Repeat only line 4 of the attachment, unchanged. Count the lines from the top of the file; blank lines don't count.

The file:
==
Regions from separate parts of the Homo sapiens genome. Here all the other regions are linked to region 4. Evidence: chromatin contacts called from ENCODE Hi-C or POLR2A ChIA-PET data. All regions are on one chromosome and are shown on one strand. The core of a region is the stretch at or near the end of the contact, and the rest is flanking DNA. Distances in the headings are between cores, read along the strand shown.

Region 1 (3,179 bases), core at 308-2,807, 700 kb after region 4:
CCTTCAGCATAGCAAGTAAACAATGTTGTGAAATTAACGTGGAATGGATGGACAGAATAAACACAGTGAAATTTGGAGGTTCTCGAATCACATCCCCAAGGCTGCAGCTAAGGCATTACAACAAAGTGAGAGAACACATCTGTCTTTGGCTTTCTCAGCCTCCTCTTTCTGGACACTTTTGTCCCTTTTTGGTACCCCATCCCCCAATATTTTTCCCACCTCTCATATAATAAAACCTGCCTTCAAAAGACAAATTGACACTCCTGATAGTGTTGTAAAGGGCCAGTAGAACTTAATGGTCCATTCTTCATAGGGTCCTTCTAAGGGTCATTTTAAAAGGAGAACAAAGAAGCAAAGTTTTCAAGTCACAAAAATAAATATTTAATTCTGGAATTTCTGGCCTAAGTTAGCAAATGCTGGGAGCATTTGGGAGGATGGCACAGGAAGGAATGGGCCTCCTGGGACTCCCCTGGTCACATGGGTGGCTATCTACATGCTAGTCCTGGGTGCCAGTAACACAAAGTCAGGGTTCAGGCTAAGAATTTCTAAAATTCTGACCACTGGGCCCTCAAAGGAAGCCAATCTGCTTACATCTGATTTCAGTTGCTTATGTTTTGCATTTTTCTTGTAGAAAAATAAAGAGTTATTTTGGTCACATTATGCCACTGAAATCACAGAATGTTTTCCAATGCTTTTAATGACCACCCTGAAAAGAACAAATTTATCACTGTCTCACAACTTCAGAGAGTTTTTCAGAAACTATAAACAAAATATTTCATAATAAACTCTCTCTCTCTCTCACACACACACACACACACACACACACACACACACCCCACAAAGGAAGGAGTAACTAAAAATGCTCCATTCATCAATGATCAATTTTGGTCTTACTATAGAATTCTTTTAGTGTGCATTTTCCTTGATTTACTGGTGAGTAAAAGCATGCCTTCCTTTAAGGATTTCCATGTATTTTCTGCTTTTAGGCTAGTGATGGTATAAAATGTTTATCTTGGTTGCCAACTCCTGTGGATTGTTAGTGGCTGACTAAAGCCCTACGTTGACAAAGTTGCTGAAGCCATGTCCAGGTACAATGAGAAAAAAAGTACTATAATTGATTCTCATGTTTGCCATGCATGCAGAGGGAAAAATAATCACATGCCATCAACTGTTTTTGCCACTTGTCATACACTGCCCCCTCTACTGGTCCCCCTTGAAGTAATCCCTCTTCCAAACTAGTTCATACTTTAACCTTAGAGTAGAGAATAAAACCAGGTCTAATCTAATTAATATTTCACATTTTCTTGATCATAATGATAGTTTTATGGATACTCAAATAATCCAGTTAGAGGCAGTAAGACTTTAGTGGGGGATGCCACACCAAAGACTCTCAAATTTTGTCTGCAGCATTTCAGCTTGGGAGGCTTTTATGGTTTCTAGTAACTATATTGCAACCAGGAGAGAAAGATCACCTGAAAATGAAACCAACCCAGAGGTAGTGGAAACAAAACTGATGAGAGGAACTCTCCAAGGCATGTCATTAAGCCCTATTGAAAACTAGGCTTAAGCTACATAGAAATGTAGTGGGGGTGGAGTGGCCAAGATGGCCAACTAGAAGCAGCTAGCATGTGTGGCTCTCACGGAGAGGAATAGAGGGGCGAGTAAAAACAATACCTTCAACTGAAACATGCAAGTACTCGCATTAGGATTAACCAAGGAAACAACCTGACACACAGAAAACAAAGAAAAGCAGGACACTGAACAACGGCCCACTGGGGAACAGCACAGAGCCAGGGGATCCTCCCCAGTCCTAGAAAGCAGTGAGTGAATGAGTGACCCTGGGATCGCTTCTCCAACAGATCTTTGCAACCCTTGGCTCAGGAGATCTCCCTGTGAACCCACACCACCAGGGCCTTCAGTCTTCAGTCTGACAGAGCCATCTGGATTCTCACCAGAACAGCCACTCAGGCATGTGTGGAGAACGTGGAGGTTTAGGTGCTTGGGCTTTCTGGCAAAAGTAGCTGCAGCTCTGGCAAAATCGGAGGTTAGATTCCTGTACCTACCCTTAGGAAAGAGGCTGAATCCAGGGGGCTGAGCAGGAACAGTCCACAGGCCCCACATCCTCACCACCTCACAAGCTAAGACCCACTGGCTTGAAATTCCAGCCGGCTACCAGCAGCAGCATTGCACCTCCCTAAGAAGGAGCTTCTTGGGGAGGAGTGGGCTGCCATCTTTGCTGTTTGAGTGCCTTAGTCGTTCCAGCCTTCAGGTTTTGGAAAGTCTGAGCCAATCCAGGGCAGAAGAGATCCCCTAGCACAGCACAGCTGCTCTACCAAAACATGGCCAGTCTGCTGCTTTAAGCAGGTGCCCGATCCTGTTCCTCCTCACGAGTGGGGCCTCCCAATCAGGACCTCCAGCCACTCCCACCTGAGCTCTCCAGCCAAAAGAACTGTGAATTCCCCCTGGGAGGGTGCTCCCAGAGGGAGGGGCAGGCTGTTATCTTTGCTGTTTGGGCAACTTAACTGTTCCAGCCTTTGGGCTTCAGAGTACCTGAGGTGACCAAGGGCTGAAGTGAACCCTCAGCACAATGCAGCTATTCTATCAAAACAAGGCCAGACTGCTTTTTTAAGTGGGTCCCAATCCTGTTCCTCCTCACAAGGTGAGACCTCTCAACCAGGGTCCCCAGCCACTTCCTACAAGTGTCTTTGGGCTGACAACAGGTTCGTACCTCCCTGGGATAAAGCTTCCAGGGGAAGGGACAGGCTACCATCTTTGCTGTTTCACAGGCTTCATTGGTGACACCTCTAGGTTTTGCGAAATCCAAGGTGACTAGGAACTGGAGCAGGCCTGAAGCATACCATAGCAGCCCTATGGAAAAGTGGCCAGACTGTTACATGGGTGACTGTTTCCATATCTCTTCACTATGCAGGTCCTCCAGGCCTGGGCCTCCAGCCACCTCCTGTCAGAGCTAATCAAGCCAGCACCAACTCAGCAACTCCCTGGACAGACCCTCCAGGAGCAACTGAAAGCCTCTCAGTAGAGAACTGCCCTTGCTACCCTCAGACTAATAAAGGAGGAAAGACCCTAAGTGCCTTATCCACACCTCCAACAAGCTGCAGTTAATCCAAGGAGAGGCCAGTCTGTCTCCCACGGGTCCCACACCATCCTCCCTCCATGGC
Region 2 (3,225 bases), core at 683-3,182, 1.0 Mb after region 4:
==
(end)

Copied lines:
Region 2 (3,225 bases), core at 683-3,182, 1.0 Mb after region 4: